Go terms

From Academic Kids

Go terms are terms in Go, technical terms likely to be met in books and articles about go in English, and in other languages also. Although Go probably originated in China, the current technical vocabulary contains a high proportion of terms from the Japanese language. Many of them are from a jargon, used for technical go writing and to some extent specially developed for go journalism; in some cases the technical meaning of a word may differ from a dictionary meaning coming from ordinary usage.


Board positions

NB The go conventions that the corner points of the board are called (1, 1) points; and lines are counted in from the edge.

  • Hoshi: see Star
  • Komoku: a (4, 3) or (3, 4) point in an empty corner; meaning "little point" in Japanese
  • Mokuhazushi: a (3, 5) or (5, 3) point in an empty corner; meaning something like "separated point" in Japanese
  • Sansan: a (3, 3) point in an empty corner; meaning "3, 3" in japanese
  • Star: a (4, 4) point in an empty corner, or also a (4,10) point on one of the sides. The star points are traditionally marked with a small dot on the board.
  • Tengen: the (10,10) point at the centre of the 19×19 go board — this is also a marked star point.


"Atari" (Chinese "da3 chi1" 打吃, Korean "dansoo") is a term used for a positional state where a stone or group of a number of stones has only one liberty, and may be captured on the next move if it is not given attention. It can be a verb to describe the act of placing a group under atari, as well as an adjective to describe the status of a group, as being "in (the state of) atari". It may be spoken aloud during the game by the instigator, as a courtesy to call the opponent's attention to the fact that his stone or group is endangered; but that in fact is part of old and now obsolete etiquette of the game, and is not currently used.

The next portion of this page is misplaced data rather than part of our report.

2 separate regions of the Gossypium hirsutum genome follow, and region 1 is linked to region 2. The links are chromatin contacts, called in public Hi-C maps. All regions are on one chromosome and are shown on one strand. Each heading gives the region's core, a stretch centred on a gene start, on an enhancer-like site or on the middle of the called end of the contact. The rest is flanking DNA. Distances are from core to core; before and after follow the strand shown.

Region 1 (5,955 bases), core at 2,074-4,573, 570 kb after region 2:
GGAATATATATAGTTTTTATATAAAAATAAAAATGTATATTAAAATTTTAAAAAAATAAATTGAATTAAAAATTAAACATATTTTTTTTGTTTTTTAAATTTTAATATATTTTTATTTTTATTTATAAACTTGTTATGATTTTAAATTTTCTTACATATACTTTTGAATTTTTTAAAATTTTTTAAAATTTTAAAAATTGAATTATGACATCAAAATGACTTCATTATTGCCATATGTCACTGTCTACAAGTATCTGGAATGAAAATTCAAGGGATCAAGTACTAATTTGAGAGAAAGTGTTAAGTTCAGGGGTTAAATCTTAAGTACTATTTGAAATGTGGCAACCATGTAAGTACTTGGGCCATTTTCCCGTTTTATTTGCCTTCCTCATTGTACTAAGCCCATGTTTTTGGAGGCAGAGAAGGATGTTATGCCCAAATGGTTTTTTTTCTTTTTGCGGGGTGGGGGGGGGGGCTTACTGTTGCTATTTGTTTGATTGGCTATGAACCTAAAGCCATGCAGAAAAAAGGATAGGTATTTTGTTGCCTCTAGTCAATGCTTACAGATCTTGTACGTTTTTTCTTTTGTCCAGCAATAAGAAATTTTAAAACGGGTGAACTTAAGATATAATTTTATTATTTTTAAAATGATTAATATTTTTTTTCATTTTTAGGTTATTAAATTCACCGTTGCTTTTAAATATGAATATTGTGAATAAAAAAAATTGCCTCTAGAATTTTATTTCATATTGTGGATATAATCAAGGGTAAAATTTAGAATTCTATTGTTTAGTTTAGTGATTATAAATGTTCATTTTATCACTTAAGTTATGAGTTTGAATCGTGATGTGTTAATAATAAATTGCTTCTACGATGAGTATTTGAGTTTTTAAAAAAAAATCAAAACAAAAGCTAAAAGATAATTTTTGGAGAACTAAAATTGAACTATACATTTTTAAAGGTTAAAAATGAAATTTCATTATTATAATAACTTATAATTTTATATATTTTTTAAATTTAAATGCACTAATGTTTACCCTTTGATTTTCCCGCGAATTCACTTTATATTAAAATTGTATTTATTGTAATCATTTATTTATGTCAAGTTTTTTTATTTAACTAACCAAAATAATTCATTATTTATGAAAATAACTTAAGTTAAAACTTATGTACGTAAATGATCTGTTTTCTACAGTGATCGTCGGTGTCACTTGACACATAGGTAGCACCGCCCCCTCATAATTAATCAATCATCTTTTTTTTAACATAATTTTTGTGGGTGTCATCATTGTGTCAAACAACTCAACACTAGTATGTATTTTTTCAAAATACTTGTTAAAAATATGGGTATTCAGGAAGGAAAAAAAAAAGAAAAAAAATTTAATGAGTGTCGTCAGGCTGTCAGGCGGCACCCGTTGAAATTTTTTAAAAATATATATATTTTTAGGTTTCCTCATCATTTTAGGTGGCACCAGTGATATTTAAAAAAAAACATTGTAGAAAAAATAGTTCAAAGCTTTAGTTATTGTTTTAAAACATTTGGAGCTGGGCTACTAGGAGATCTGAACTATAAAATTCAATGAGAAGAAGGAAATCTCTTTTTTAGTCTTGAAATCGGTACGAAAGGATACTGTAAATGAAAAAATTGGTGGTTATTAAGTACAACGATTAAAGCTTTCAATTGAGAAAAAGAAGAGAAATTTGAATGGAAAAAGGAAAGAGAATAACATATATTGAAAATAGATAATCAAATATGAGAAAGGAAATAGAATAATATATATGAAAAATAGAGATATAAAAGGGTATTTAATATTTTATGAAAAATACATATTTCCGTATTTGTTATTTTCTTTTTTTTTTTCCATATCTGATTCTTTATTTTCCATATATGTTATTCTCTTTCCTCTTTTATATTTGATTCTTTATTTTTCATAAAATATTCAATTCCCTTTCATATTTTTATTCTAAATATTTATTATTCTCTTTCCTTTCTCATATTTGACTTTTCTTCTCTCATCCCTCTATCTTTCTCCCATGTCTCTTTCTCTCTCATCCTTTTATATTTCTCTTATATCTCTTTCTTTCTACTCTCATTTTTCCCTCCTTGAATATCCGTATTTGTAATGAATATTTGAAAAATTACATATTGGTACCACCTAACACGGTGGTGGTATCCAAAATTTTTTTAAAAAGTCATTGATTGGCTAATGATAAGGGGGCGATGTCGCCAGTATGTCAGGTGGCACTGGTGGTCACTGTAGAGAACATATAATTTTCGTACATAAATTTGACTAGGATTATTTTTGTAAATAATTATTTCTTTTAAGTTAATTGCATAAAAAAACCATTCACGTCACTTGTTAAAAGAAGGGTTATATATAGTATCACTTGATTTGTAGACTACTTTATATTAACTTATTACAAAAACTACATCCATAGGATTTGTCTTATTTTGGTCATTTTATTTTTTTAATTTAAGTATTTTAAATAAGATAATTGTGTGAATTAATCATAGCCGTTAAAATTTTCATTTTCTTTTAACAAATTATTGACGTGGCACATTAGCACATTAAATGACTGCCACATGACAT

The initiative, or a move that carries initiative, by requiring a follow-up. For example, "white," after making a move that is sente, and it is responded to (in Go terms#Gote) has the choice of where to play next. White is therefore said to "have sente."

See Go concepts#sente.

See also: Go proverb


Seki is a Japanese term used to describe a situation that cannot be resolved into simple life-and-death. For example, a capturing race may end in a position in which neither player finds it advantageous to continue to try to capture the other. There are numerous types of seki position that can arise, characterised as cases in which neither player adds a play to groups that do not have two eyes. The area remains untouched; at the end all groups involved are deemed alive, but no territory is scored. (This is under the Japanese rules, naturally.)

This type of situation has been called dual life, by Janice Kim.

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